language = "English",
pages = "1--8",
journal = "Acta Odontologica Scandinavica",
issn = "0001-6357",
publisher = "Taylor & Francis",

}

Hypocalcified type of amelogenesis imperfecta in a large family: clinical, radiographic, and histological findings, associated dento-facial anomalies, and resulting treatment load. / Gjørup, Hans; Haubek, Dorte; Hintze, Hanne; Haukali, Gro; Løvschall, Henrik; Hertz, Jens Michael; Poulsen, Sven.

I: Acta Odontologica Scandinavica, 18.05.2009, s. 1-8.

Publikation: Bidrag til tidsskriftTidsskriftartikelForskningpeer review

TY - JOUR

T1 - Hypocalcified type of amelogenesis imperfecta in a large family: clinical, radiographic, and histological findings, associated dento-facial anomalies, and resulting treatment load

AU - Gjørup, Hans

AU - Haubek, Dorte

AU - Hintze, Hanne

AU - Haukali, Gro

AU - Løvschall, Henrik

AU - Hertz, Jens Michael

AU - Poulsen, Sven

PY - 2009/5/18

Y1 - 2009/5/18

N2 - Objective. The purpose of this study was to report on the clinical, radiographic, and histological dental findings and the resulting treatment load in a five-generation family with amelogenesis imperfecta (AI). Material and methods. Thirteen affected and 15 unaffected individuals were examined clinically and radiographically. In addition, four exfoliated deciduous teeth were examined by scanning electron microscopy and microradiography. Results. The mode of inheritance of AI was autosomal-dominant. At eruption, most of the tooth enamel was yellow, lacking translucency, and prone to gradual loss in subjects with AI. Post-eruptive breakdown of enamel was extensive in accordance with the histological observations of hypomineralized and porous enamel. Extensive enamel loss and discoloration were observed in older affected individuals. The treatment need had been extensive: 76.2% of the total number of teeth present in affected individuals had been treated with partial or full coverage compared to 1.7% of the teeth in unaffected relatives. Unaffected individuals had more endodontically treated teeth than AI-affected relatives. Adjunctive findings, e.g. tooth agenesis, tooth impaction, pulp stones, enlarged follicular space, and taurodontism, were rare in both groups. Conclusions. Affected family members had the hypocalcified type of AI, which is characterized by severe hypomineralization, extensive post-eruptive loss, and discoloration of the enamel. Adjunctive findings were rare. Individuals with the hypocalcified type of AI have an extensive restorative treatment load compared to unaffected relatives.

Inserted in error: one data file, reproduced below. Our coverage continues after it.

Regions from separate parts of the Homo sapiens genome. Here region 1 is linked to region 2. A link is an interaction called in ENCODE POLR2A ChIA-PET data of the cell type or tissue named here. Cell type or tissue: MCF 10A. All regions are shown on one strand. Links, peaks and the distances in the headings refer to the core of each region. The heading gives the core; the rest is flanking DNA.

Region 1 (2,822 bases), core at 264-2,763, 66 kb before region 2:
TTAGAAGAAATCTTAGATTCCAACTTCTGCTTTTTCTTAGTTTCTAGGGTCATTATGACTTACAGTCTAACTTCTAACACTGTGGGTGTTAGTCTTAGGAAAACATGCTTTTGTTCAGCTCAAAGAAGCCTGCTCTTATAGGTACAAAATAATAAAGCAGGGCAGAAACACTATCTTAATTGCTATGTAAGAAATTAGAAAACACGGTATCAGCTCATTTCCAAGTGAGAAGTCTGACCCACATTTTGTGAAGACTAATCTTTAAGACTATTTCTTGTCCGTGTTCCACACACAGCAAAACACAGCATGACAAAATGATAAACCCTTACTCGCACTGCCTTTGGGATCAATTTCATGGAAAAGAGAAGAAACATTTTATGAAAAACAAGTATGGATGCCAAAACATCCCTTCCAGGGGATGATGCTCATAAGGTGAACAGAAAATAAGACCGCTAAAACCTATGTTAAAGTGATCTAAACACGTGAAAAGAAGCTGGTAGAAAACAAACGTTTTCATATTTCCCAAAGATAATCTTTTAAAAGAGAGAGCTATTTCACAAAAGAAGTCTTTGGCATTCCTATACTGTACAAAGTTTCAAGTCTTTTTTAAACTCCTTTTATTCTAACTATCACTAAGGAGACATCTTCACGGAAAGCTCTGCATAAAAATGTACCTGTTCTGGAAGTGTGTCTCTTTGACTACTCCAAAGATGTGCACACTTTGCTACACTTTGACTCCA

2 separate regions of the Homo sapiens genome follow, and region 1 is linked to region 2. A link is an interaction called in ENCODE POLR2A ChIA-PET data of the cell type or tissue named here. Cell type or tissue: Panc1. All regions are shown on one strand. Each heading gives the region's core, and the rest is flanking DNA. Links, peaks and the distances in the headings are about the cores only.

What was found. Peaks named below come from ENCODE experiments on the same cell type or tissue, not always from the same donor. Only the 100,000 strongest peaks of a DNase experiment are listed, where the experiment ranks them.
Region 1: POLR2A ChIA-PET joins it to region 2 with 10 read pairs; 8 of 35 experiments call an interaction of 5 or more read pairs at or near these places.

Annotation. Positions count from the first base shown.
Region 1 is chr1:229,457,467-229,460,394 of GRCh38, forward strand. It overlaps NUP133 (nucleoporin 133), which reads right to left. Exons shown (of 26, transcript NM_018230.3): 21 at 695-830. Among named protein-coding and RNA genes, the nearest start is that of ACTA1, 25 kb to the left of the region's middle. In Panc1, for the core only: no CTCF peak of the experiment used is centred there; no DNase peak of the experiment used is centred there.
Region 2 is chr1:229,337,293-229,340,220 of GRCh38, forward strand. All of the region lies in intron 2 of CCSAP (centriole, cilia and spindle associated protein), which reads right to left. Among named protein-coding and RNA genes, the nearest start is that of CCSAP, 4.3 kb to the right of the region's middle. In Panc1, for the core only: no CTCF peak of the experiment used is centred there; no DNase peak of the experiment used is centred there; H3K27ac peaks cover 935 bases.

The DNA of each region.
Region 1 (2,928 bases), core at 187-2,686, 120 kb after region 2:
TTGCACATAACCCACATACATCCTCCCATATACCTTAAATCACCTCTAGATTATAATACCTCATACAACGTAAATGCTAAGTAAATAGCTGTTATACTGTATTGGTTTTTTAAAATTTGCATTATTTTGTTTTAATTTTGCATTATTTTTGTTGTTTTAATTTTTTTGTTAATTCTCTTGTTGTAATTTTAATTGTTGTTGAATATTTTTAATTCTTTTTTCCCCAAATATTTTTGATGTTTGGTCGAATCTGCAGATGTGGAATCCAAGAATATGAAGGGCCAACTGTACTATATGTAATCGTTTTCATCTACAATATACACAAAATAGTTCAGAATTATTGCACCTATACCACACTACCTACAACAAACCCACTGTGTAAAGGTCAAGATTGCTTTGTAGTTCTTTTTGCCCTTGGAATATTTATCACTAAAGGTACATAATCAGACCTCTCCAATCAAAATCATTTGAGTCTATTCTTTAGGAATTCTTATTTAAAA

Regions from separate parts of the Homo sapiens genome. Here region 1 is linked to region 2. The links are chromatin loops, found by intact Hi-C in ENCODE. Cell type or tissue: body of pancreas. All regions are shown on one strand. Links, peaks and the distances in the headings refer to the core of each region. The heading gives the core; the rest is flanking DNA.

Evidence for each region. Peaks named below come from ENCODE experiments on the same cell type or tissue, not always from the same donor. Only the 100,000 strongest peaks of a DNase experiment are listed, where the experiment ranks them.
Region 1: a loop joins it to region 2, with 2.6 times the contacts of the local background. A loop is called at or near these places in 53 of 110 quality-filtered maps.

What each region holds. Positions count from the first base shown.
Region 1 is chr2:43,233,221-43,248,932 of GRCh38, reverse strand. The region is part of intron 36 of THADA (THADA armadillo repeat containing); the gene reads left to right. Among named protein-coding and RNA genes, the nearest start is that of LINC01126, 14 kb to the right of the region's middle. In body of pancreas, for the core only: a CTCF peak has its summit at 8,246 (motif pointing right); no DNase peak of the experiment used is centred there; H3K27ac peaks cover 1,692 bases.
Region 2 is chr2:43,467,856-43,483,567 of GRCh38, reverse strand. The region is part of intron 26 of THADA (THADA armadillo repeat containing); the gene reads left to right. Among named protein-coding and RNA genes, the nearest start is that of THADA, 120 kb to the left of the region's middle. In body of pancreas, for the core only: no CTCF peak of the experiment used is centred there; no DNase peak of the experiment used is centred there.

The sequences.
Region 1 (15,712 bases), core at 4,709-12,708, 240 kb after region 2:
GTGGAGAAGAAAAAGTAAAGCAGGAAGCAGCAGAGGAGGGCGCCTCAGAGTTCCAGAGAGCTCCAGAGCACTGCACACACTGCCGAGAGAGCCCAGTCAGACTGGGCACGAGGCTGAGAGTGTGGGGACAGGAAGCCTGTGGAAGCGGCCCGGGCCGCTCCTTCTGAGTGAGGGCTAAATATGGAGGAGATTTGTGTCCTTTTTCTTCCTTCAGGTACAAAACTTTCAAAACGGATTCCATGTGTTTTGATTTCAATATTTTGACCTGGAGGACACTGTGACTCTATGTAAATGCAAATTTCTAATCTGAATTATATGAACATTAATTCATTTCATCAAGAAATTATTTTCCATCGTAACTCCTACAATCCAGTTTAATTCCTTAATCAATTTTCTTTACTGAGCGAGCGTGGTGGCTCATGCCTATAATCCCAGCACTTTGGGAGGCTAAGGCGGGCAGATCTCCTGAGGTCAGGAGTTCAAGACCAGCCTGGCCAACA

AB - Objective. The purpose of this study was to report on the clinical, radiographic, and histological dental findings and the resulting treatment load in a five-generation family with amelogenesis imperfecta (AI). Material and methods. Thirteen affected and 15 unaffected individuals were examined clinically and radiographically. In addition, four exfoliated deciduous teeth were examined by scanning electron microscopy and microradiography. Results. The mode of inheritance of AI was autosomal-dominant. At eruption, most of the tooth enamel was yellow, lacking translucency, and prone to gradual loss in subjects with AI. Post-eruptive breakdown of enamel was extensive in accordance with the histological observations of hypomineralized and porous enamel. Extensive enamel loss and discoloration were observed in older affected individuals. The treatment need had been extensive: 76.2% of the total number of teeth present in affected individuals had been treated with partial or full coverage compared to 1.7% of the teeth in unaffected relatives. Unaffected individuals had more endodontically treated teeth than AI-affected relatives. Adjunctive findings, e.g. tooth agenesis, tooth impaction, pulp stones, enlarged follicular space, and taurodontism, were rare in both groups. Conclusions. Affected family members had the hypocalcified type of AI, which is characterized by severe hypomineralization, extensive post-eruptive loss, and discoloration of the enamel. Adjunctive findings were rare. Individuals with the hypocalcified type of AI have an extensive restorative treatment load compared to unaffected relatives.

U2 - 10.1080/00016350902973685

DO - 10.1080/00016350902973685

M3 - Journal article

SP - 1

EP - 8

JO - Acta Odontologica Scandinavica

JF - Acta Odontologica Scandinavica

SN - 0001-6357

ER -